serve as a reference for the establishment of harmonised standards and guidelines for European technical approvals.
The Eurocodes, de facto, play a similar role in the field of the ER 1 and a part of ER 2.

4

Links between Eurocodes and harmonised technical specifications (ENs and ETAs) for products

There is a need for consistency between the harmonised technical specifications for construction products and the technical rules for works4. Furthermore, all the information accompanying the CE Marking of the construction products which refer to Eurocodes shall clearly mention which Nationally Determined Parameters have been taken into account.

Additional information specific to EN 1995-2

EN 1995 describes the Principles and requirements for safety, serviceability and durability of timber bridges. It is based on the limit state concept used in conjunction with a partial factor method.

For the design of new structures, EN 1995-2 is intended to be used, for direct application, together with EN 1995-1-1 and EN1990:2002 and relevant Parts of EN 1991.

Numerical values for partial factors and other reliability parameters are recommended as basic values that provide an acceptable level of reliability. They have been selected assuming that an appropriate level of workmanship and of quality management applies. When EN 1995-2 is used as a base document by other CEN/TCs the same values need to be taken.

National annex for EN 1995-2

This standard gives alternative procedures, values and recommendations with notes indicating where national choices may have to be made. Therefore the National Standard implementing EN 1995-2 should have a National annex containing all Nationally Determined Parameters to be used for the design of bridges to be constructed in the relevant country.

National choice is allowed in EN 1995-2 through clauses:

2.3.1.2(1) Load-duration assignment
2.4.1 Partial factors for material properties
7.2 Limiting values for deflection
7.3.1(2) Damping ratios

4 See Art.3.3 and Art. 12 of the CPD, as well as clauses 4.2, 4.3.1, 4.3.2 and 5.2 of ID 1.

5

Section 1 General

1.1 Scope

1.1.1 Scope of EN 1990

  1. P EN 1990 applies to the design of buildings and civil engineering works in timber (solid timber, sawn, planed or in pole form, glued laminated timber or wood-based structural products e.g. LVL) or wood-based panels jointed together with adhesives or mechanical fasteners. It complies with the principles and requirements for the safety and serviceability of structures, and the basis of design and verification that are given in EN 1990:2002.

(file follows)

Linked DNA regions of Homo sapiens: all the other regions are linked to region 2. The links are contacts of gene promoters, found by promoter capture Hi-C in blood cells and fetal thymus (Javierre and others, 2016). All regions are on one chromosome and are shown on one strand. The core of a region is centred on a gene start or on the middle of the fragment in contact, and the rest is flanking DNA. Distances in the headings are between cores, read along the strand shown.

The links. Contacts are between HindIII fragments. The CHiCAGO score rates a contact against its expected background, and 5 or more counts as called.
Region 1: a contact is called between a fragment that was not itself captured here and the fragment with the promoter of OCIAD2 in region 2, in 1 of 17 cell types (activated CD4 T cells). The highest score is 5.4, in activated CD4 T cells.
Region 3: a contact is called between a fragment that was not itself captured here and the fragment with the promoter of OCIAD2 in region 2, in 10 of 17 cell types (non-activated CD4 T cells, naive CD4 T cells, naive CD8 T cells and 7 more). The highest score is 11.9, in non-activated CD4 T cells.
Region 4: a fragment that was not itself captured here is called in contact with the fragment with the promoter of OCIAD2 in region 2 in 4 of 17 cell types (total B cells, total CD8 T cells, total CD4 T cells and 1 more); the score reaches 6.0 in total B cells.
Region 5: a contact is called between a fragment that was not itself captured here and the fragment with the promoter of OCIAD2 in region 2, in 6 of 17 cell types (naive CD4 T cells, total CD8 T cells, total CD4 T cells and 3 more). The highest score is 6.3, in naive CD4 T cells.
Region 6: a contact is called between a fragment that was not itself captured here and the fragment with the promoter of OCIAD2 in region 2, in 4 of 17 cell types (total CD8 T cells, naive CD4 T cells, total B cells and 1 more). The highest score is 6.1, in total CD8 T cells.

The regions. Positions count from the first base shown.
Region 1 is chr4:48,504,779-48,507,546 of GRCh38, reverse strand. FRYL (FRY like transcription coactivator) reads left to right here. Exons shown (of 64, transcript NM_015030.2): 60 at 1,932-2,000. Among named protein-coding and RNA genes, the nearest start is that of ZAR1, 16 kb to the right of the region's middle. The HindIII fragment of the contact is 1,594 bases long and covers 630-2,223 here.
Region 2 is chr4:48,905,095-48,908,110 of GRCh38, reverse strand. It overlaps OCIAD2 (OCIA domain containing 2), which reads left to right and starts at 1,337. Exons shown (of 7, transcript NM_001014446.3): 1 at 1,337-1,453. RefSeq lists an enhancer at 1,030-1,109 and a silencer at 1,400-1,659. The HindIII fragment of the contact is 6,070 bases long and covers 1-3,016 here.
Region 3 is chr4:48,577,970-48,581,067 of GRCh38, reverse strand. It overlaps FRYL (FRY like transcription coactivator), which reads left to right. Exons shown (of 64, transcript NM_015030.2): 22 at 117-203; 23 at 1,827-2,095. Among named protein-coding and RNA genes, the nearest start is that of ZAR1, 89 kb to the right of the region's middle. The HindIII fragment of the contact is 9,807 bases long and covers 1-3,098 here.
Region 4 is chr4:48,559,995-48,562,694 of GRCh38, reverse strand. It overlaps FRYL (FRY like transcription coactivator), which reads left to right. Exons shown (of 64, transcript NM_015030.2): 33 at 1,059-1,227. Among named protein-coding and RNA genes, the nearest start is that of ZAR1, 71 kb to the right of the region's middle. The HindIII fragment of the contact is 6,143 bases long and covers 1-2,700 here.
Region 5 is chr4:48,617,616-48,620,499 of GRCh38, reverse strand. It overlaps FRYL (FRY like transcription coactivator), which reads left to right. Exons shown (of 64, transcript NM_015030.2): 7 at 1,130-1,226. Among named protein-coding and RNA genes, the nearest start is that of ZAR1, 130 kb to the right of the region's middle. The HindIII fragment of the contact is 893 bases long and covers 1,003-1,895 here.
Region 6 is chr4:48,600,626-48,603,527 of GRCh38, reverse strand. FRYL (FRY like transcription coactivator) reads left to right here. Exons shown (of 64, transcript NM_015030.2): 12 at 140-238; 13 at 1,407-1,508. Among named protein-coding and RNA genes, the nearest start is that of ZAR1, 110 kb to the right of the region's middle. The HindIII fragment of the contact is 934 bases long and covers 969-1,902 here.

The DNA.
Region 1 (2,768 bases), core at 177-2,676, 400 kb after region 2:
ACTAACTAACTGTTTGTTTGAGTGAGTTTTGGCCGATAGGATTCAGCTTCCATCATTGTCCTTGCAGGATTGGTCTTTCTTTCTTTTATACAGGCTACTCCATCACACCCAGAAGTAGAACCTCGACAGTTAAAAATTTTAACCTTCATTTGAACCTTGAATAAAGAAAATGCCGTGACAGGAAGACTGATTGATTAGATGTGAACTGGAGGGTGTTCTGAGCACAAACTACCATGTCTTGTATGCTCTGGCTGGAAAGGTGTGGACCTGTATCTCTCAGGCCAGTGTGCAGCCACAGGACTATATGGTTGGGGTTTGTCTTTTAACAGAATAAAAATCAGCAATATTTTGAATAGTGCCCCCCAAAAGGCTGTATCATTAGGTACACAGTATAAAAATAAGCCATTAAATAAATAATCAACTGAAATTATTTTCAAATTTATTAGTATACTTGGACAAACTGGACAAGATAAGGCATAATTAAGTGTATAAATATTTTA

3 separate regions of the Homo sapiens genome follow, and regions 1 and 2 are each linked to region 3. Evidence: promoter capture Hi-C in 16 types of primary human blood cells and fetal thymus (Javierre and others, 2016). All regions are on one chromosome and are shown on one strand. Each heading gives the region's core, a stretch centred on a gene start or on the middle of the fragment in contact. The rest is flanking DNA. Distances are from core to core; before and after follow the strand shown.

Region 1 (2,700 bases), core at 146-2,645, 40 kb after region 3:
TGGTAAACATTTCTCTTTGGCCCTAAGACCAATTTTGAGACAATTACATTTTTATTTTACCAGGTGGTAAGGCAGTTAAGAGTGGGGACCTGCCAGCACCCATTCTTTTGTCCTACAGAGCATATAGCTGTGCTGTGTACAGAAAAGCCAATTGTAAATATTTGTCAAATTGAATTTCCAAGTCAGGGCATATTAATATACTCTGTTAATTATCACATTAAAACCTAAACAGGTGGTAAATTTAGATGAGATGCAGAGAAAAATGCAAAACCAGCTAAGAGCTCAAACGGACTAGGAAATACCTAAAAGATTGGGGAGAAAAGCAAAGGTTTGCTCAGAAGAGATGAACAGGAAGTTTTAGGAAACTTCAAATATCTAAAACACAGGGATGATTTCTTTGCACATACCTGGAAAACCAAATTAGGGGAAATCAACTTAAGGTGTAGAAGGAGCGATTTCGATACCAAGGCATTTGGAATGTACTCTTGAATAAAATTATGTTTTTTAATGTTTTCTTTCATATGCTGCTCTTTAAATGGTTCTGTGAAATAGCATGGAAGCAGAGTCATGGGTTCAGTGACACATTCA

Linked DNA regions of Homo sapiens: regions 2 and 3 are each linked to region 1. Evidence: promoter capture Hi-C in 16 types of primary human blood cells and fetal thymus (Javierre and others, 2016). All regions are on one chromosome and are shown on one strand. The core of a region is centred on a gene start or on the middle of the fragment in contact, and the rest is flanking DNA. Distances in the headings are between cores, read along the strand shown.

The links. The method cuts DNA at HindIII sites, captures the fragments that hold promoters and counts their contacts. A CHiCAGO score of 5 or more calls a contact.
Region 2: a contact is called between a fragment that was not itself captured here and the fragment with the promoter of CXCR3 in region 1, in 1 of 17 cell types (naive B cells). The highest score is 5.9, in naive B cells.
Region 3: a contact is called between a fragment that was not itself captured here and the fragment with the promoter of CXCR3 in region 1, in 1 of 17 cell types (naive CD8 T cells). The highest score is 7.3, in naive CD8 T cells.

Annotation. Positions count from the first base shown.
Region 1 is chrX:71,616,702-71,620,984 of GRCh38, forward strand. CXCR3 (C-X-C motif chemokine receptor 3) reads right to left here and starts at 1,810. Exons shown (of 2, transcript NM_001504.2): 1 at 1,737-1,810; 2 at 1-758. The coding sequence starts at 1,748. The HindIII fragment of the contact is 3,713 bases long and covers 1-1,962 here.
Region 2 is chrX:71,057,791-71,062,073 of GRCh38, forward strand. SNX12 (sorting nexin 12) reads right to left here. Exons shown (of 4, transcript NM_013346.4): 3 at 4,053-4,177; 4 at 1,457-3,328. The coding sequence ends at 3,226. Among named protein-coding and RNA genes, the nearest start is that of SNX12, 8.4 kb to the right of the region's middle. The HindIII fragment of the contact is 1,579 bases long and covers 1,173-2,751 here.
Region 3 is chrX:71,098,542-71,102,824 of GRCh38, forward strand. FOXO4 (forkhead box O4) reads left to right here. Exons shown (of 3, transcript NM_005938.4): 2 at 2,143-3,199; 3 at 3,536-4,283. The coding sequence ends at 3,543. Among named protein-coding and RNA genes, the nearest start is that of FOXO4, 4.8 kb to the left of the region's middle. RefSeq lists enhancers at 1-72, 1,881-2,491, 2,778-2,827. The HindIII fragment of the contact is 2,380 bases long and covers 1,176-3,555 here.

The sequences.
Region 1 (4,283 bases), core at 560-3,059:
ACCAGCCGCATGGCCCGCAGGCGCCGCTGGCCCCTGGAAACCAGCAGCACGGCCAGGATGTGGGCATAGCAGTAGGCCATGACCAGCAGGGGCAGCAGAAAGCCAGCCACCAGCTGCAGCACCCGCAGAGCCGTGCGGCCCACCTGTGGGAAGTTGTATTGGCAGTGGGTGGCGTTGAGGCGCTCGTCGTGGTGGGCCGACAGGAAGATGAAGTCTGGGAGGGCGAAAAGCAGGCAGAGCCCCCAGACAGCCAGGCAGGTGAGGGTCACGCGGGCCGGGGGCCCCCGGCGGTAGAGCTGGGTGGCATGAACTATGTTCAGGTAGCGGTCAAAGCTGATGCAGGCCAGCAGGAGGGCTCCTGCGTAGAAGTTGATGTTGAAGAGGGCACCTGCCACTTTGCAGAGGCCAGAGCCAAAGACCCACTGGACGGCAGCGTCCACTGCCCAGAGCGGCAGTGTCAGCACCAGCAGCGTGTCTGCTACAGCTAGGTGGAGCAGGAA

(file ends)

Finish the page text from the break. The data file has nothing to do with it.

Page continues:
2. P EN 1990 is only concerned with requirements for mechanical resistance, serviceability, durability and fire resistance of timber structures. Other requirements, e.g concerning thermal or sound insulation, are not considered.
  3. EN 1990 is intended to be used in conjunction with:
    EN 1990:2002 Eurocode – Basis of structural design
    EN 1991 “Actions on structures”
    EN’s for construction products relevant to timber structures
    EN 1998 “Design of structures for earthquake resistance”, when timber structures are built in seismic regions
  4. EN 1990 is subdivided into various parts:
    EN 1995-1 General
    EN 1995-2 Bridges
  5. EN 1995-1 “General” comprises:
    EN 1995-1-1 General – Common rules and rules for buildings
    EN 1995-1-2 General – Structural Fire Design

1.1.2 Scope of EN 1995-2

  1. EN 1995-2 gives general design rules for the structural parts of bridges, i.e. structural members of importance for the reliability of the whole bridge or major parts of it, made of timber or other wood-based materials, either singly or compositely with concrete, steel or other materials.
  2. The following subjects are dealt with in EN 1995-2:
    Section 1: General
    Section 2: Basis of design
    Section 3: Material properties
    Section 4: Durability
    Section 5: Basis of structural analysis
    Section 6: Ultimate limit states
    Section 7: Serviceability limit states
    Section 8: Connections
    Section 9: Structural detailing and control
  3. Section 1 and Section 2 also provide additional clauses to those given in EN 1990:2002 “Eurocode: Basis of structural design”.
  4. Unless specifically stated, EN 1995-1-1 applies.

1.2 Normative references

  1. The following normative documents contain provisions which, through references in this text, constitute provisions of this European standard. For dated references, subsequent amendments6 to or revisions of any of these publications do not apply. However, parties to agreements based on this European standard are encouraged to investigate the possibility of applying the most recent editions of the normative documents indicated below. For undated references the latest edition of the normative document referred to applies.